If $enable is true (or missing), the string returned by encode will be shrunk-to-fit, while all strings generated by decode will also be shrunk-to-fit.

If $enable is false, then the normal perl allocation algorithms are used. If you work with your data, then this is likely to be faster.

In the future, this setting might control other things, such as converting strings that look like integers or floats into integers or floats internally (there is no difference on the Perl level), saving space.

$json = $json->max_depth ([$maximum_nesting_depth])
$max_depth = $json->get_max_depth

Sets the maximum nesting level (default 512) accepted while encoding or decoding. If the JSON text or Perl data structure has an equal or higher nesting level then this limit, then the encoder and decoder will stop and croak at that point.

Nesting level is defined by number of hash- or arrayrefs that the encoder needs to traverse to reach a given point or the number of { or [ characters without their matching closing parenthesis crossed to reach a given character in a string.

Setting the maximum depth to one disallows any nesting, so that ensures that the object is only a single hash/object or array.

The argument to max_depth will be rounded up to the next highest power of two. If no argument is given, the highest possible setting will be used, which is rarely useful.

See SECURITY CONSIDERATIONS, below, for more info on why this is useful.

$json = $json->max_size ([$maximum_string_size])
$max_size = $json->get_max_size

Set the maximum length a JSON text may have (in bytes) where decoding is being attempted. The default is 0, meaning no limit. When decode is called on a string longer then this number of characters it will not attempt to decode the string but throw an exception. This setting has no effect on encode (yet).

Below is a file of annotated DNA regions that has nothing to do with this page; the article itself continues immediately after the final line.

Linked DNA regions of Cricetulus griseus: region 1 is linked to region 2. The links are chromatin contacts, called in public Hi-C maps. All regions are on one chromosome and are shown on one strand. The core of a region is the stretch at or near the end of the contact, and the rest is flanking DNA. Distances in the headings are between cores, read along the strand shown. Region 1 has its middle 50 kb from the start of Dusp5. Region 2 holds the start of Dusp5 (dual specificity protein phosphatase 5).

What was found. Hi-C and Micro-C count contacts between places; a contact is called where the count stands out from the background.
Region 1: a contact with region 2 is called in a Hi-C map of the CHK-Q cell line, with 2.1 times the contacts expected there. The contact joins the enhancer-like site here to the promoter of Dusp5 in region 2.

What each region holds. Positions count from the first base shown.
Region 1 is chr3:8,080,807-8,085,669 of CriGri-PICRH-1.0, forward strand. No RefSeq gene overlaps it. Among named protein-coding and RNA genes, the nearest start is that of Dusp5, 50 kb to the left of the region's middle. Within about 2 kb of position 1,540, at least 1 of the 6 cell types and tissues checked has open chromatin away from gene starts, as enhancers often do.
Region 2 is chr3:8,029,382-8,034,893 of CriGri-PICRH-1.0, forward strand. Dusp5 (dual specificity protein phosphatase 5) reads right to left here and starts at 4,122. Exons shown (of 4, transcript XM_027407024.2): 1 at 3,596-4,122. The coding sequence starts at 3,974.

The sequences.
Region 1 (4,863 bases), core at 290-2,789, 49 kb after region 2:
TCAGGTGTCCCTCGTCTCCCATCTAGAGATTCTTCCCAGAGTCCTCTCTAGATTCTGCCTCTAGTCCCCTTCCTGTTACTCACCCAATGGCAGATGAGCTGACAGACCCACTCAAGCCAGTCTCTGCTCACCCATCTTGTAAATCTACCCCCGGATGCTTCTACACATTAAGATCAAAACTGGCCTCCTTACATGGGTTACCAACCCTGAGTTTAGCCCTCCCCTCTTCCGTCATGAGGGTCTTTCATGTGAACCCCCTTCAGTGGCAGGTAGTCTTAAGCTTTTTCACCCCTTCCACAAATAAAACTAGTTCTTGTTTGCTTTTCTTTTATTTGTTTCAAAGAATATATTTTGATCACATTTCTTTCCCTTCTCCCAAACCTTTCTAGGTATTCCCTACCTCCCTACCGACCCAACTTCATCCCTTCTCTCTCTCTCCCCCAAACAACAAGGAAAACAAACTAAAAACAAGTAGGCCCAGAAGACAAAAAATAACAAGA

The argument to max_size will be rounded up to the next highest power of two (so may be more than requested). If no argument is given, the limit check will be deactivated (same as when 0 is specified).

See SECURITY CONSIDERATIONS, below, for more info on why this is useful.

$json_text = $json->encode ($perl_scalar)

Converts the given Perl data structure (a simple scalar or a reference to a hash or array) to its JSON representation. Simple scalars will be converted into JSON string or number sequences, while references to arrays become JSON arrays and references to hashes become JSON objects. Undefined Perl values (e.g. undef) become JSON null values. Neither true nor false values will be generated.

$perl_scalar = $json->decode ($json_text)

The opposite of encode: expects a JSON text and tries to parse it, returning the resulting simple scalar or reference. Croaks on error.

JSON numbers and strings become simple Perl scalars. JSON arrays become Perl arrayrefs and JSON objects become Perl hashrefs. true becomes 1, false becomes 0 and null becomes undef.

($perl_scalar, $characters) = $json->decode_prefix ($json_text)

This works like the decode method, but instead of raising an exception when there is trailing garbage after the first JSON object, it will silently stop parsing there and return the number of characters consumed so far.

This is useful if your JSON texts are not delimited by an outer protocol (which is not the brightest thing to do in the first place) and you need to know where the JSON text ends.

   JSON::XS->new->decode_prefix ("[1] the tail")
   => ([], 3)


This section describes how JSON::XS maps Perl values to JSON values and vice versa. These mappings are designed to "do the right thing" in most circumstances automatically, preserving round-tripping characteristics (what you put in comes out as something equivalent).

For the more enlightened: note that in the following descriptions, lowercase perl refers to the Perl interpreter, while uppercase Perl refers to the abstract Perl language itself.



A JSON object becomes a reference to a hash in Perl. No ordering of object keys is preserved (JSON does not preserve object key ordering itself).